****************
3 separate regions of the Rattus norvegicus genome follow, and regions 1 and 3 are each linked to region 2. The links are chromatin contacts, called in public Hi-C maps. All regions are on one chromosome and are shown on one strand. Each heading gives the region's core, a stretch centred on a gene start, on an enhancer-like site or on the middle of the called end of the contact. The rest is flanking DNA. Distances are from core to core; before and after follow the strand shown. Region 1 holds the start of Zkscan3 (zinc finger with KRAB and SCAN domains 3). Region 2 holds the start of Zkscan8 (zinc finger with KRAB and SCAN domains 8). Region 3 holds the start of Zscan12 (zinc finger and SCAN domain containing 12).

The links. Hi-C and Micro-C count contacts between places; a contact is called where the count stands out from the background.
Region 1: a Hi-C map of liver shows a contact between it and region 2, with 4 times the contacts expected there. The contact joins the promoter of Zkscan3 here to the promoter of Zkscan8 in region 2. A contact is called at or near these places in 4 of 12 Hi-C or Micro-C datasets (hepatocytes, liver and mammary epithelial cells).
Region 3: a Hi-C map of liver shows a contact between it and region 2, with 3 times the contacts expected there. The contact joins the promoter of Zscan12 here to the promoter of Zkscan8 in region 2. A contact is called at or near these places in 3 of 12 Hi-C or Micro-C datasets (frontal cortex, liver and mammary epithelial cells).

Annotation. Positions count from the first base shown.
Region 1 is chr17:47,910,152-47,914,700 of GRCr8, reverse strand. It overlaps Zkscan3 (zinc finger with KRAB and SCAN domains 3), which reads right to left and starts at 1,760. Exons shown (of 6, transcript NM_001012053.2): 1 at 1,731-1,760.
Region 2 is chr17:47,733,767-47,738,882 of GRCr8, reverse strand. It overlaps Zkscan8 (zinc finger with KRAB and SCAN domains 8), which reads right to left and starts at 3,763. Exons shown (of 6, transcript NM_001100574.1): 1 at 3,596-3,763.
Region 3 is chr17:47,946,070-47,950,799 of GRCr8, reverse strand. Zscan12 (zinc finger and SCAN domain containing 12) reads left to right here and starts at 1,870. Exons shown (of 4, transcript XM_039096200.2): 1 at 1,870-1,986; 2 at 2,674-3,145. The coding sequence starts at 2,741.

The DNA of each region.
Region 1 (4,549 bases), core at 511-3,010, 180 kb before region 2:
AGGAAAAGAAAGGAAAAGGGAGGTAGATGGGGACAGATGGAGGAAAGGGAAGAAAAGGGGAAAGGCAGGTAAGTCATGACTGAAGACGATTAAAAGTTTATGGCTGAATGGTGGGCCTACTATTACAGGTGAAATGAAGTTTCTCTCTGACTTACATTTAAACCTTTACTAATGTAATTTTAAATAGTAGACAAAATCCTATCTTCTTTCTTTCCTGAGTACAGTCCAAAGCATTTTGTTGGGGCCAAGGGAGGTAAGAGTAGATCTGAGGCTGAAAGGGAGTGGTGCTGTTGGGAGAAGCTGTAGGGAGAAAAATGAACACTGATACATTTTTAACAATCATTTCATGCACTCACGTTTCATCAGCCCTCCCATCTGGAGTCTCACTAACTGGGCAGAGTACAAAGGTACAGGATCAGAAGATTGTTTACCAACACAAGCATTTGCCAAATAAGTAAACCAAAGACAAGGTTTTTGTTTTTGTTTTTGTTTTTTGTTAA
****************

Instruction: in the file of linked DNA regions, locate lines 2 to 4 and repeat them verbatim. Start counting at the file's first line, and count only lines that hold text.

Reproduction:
The links. Hi-C and Micro-C count contacts between places; a contact is called where the count stands out from the background.
Region 1: a Hi-C map of liver shows a contact between it and region 2, with 4 times the contacts expected there. The contact joins the promoter of Zkscan3 here to the promoter of Zkscan8 in region 2. A contact is called at or near these places in 4 of 12 Hi-C or Micro-C datasets (hepatocytes, liver and mammary epithelial cells).
Region 3: a Hi-C map of liver shows a contact between it and region 2, with 3 times the contacts expected there. The contact joins the promoter of Zscan12 here to the promoter of Zkscan8 in region 2. A contact is called at or near these places in 3 of 12 Hi-C or Micro-C datasets (frontal cortex, liver and mammary epithelial cells).